Marriage is hard. There are so many hurting spouses out there. I hear it from both men and women. My husband and I have certainly been guilty of hurting each other over the years.
Before we get married, we usually have stars in our eyes and butterflies in our stomachs at the mere mention of our spouse’s name. Couples often dote on each other during their courtships, cherishing the moments spent together, going out of their way to make the other feel special and loved. It may be unrealistic for that level of romance to continue after the reality of bills, children, lack of sleep, responsibility, household tasks, life circumstances, and even loss or tragedy are in place but it is shocking how quickly those feelings can change.
It is far too easy for one or both people to slip into taking the other for granted. Lack of appreciation robs a marriage of intimacy, steals joy, dampers love. It is the basis for many resentments.
Resentments are like a cancer. They build up and can turn into things far more dangerous like feelings of anger, hatred and even thoughts of divorce. It is difficult for anyone to feel loved or respected when they feel unappreciated and are full of resentment.
My husband and I were having a conversation on the weekend, ironically about a couple we know going through a divorce and the talk turned to our observation that many of the divorced couples we know now treating each other better than they did when they were married. They have realized that in order to co-parent, they need to find ways to communicate effectively and be respectful to each other and this translates into sometimes even becoming friends. We were talking about how it’s sad that couples aren’t able to do this first and thus, stay married.
As we talked, I had a revelation. I have noticed that I treat complete strangers better than I treat my own husband. I have justified this sometimes in thinking that my husband also treats strangers better than he treats me or that strangers aren’t around all the time and I can’t be on my best behaviour all the time or that strangers don’t irritate me (!) or that I get to really be myself around my husband. But the revelation that I had on Sunday has changed the way I look at my husband and the way I treat him. On the off chance that it also resonated with you, I am sharing it today.
If there were a stranger that went to work every day and worked hard without complaint and then used all of his earnings to take care of my children and I, there is nothing I wouldn’t do for him. I would be so grateful. I would have no words to convey my appreciation.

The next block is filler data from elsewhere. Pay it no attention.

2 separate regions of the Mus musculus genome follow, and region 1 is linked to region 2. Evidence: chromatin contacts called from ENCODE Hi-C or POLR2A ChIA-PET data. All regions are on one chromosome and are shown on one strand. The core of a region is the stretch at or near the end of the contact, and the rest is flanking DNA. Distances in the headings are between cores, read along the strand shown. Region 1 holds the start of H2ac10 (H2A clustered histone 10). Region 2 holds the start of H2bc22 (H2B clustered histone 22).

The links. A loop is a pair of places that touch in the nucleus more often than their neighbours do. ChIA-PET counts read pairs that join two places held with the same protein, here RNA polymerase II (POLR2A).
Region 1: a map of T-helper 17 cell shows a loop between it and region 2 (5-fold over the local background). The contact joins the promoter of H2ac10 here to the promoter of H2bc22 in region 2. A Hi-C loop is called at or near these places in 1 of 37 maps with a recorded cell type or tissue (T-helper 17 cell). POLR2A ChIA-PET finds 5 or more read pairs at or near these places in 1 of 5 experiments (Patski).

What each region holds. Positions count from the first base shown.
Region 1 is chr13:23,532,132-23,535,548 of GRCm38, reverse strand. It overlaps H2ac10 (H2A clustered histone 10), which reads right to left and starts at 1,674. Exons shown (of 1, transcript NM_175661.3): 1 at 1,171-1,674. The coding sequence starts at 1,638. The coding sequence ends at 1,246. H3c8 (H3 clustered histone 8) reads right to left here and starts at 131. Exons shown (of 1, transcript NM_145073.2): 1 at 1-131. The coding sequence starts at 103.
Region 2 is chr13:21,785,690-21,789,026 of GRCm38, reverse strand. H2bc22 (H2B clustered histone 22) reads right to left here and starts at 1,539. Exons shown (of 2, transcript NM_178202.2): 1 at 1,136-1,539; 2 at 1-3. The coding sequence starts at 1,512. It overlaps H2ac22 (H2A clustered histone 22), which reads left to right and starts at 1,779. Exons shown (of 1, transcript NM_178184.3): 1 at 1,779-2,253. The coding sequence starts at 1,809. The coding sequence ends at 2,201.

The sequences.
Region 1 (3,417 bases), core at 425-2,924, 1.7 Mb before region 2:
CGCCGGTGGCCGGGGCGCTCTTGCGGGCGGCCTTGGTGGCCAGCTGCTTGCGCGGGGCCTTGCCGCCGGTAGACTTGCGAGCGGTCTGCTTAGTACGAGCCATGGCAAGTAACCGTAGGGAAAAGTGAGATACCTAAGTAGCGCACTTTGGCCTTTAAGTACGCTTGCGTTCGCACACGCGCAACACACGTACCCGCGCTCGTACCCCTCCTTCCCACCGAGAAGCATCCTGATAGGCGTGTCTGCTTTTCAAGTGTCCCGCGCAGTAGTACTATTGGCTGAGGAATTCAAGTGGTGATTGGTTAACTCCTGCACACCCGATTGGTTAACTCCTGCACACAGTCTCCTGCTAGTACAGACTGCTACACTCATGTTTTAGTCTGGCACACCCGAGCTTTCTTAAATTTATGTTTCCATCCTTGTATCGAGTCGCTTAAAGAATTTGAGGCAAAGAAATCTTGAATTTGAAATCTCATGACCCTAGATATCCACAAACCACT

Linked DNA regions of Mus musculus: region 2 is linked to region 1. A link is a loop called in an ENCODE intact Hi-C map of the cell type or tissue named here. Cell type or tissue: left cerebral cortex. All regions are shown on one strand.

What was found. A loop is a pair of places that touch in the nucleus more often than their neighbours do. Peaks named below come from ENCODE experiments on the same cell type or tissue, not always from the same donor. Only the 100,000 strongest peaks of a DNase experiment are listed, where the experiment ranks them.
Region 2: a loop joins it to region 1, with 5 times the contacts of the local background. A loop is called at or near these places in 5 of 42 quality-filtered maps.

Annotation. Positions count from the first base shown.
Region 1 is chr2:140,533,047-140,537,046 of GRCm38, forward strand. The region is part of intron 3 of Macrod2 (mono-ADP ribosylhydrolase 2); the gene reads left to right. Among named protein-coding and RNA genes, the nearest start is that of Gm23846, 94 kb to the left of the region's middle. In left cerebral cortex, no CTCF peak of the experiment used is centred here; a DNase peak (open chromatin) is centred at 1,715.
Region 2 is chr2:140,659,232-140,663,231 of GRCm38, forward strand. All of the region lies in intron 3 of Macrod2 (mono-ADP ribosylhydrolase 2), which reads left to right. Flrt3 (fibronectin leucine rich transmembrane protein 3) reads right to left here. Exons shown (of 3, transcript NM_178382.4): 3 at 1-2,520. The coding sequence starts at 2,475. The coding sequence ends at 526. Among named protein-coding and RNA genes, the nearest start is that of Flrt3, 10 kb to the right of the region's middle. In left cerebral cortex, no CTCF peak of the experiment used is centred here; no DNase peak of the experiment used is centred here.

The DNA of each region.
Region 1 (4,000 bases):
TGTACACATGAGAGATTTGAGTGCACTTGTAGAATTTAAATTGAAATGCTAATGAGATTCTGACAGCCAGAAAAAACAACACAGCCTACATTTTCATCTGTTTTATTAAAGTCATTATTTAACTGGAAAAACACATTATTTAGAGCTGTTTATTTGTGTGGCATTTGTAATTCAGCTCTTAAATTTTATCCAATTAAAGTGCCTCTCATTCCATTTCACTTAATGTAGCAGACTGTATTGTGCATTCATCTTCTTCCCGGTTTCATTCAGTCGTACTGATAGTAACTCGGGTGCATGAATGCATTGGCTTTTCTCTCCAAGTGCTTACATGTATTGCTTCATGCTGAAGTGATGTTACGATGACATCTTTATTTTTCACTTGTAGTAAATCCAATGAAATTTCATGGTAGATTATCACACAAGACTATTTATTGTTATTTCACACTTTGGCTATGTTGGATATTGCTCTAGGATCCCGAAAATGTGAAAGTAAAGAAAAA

When I shared this thought with my husband on Sunday, his response to me was this…
“If I had a Nanny and she took care of the house and my kids without being paid, I would come home at the end of the day and appreciate what she did. I would never complain about what wasn’t done. I would be eternally grateful.”
Why aren’t we treating each other that way? Across from me sits the man I pledged my life to, the man I have 7 children with, the man who goes to work every day for me. Why would I criticize him? Why would I take him for granted? If I were to treat my own husband like I would treat a stranger who sacrificed for me the way this man sacrifices for me, he would feel respected, appreciated and adored.
Last night, The Husband emailed to ask if I could drive our second oldest to Driver Training because he had to work late. I’m going to be really honest here and admit that had that email come a week ago, I would have been annoyed. I would have thought about myself and how his working late makes my day so much harder.
Yesterday, I saw it for what it was. This man was working hard for us. We are a team. I packed the kids up, drove my son to Driver Training, went through a drive-through and got some supper and an iced coffee for The Husband, and delivered it to his office with a kiss and a thank you for working so hard for us. He was surprised and thankful.
Perhaps today, you can consider how you would treat a stranger who was making sacrifices for you and respond to your spouse accordingly. See past what you want them to be and what you want them to be doing and see instead what they are doing. Let me know if this change in mindset helps you see your spouse differently. It has made a big difference in my marriage this week.